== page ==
Tiberius Julius Pollienus Auspex (fl. 3rd century AD) was a Roman senator who was appointed suffect consul between AD 212 and 222.
The Roman Empire was the post-Roman Republic period of the ancient Roman civilization. It had a government headed by emperors and large territorial holdings around the Mediterranean Sea in Europe, North Africa, and West Asia. From the constitutional reforms of Augustus to the military anarchy of the third century, the Empire was a principate ruled from the city of Rome. The Roman Empire was then divided between a Western Roman Empire, based in Milan and later Ravenna, and an Eastern Roman Empire, based in Nicomedia and later Constantinople, and it was ruled by multiple emperors.
The Senate of the Roman Empire was a political institution in the ancient Roman Empire. After the fall of the Roman Republic, the constitutional balance of power shifted from the "Roman Senate" to the "Roman Emperor." Beginning with the first emperor, Augustus, the Emperor and the Senate were technically two co-equal branches of government. In practice, however the actual authority of the imperial Senate was negligible, as the Emperor held the true power of the state. As such, membership in the Senate became sought after by individuals seeking prestige and social standing, rather than actual authority. During the reigns of the first Emperors, legislative, judicial, and electoral powers were all transferred from the "Roman assemblies" to the Senate. However, since the control that the Emperor held over the senate was absolute, the Senate acted as a vehicle through which the Emperor exercised his autocratic powers.
A consul held the highest elected political office of the Roman Republic, and ancient Romans considered the consulship the highest level of the cursus honorum.
Julius Pollienus Auspex, a member of the possibly Italian gens Polliena, was probably the son of Pollienus Auspex, although some scholars have maintained that both men are the same individual.Some time between AD 212 and 222, Auspex was appointed the Legatus Augusti pro praetore of the province of Numidia. He was also during this period appointed suffect consul in absentia.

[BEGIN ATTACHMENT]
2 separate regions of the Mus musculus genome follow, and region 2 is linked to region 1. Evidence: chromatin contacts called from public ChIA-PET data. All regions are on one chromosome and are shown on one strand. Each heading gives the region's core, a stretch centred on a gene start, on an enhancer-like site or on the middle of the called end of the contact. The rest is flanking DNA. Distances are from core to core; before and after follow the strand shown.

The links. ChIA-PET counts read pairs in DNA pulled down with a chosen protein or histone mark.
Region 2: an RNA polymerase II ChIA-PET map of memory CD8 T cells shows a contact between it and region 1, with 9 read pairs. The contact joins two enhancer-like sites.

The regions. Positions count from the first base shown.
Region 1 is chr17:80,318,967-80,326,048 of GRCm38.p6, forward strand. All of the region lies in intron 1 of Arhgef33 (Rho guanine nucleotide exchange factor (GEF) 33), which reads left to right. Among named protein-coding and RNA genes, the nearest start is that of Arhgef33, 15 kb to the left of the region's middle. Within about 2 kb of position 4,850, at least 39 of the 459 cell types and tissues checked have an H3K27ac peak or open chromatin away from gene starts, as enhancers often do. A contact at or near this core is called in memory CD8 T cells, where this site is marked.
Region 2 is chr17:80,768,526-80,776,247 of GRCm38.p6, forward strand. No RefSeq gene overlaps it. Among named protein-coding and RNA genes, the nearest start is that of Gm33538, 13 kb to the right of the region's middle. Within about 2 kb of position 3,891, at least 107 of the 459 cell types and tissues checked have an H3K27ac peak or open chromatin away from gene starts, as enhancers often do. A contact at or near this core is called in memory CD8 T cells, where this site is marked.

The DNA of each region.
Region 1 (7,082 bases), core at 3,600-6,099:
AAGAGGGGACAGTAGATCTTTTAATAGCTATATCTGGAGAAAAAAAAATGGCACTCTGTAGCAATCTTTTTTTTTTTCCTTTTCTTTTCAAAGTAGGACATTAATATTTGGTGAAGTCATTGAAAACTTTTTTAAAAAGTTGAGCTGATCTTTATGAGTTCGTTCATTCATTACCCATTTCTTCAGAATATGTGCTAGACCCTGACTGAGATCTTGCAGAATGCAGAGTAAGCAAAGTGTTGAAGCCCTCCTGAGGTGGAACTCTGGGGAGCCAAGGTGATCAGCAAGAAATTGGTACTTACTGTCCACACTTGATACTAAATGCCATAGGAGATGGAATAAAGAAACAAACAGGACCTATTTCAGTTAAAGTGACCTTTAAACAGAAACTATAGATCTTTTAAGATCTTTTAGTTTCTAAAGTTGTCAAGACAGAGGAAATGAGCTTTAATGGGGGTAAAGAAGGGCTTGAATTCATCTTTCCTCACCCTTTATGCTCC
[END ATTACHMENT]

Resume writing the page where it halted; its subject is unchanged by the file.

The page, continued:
Pollienus Auspex was a Roman military officer and senator who was appointed suffect consul around AD 185. His praenomen is thought to be Tiberius.
A legatus Augusti pro praetore was the official title of the governor or general of some imperial provinces of the Roman Empire during the Principate era, normally the larger ones or those where legions were based. Provinces were denoted imperial if their governor was selected by the emperor, in contrast to senatorial provinces, whose governors were elected by the Roman Senate.
In Ancient Rome, a province was the basic and, until the tetrarchy, the largest territorial and administrative unit of the empire's territorial possessions outside Italy. The word province in Modern English has its origins in the Latin term used by the Romans.
Julius Pollienus Auspex may have been the adoptive father of Tiberius Pollienus Armenius Peregrinus, consul in AD 244.
Tiberius Pollienus Armenius Peregrinus was a Roman senator who was appointed consul in AD 244.
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An auspex, or augur, was an interpreter of omens in ancient Rome.
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Pollienus Auspex was a Roman military officer and senator who was appointed suffect consul sometime between AD 170 and 174. His praenomen is thought to be Tiberius.
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Tiberius Julius Candidus Marius Celsus was a Roman senator who lived during the Flavian dynasty. Contemporary sources, such as the Fasti Ostienses, the Acta Arvalia and a letter of Pliny the Younger, refer to him as Tiberius Julius Candidus. He was twice consul.
| Consul suffectus in absentia of the Roman Empire |
between AD 212 and 222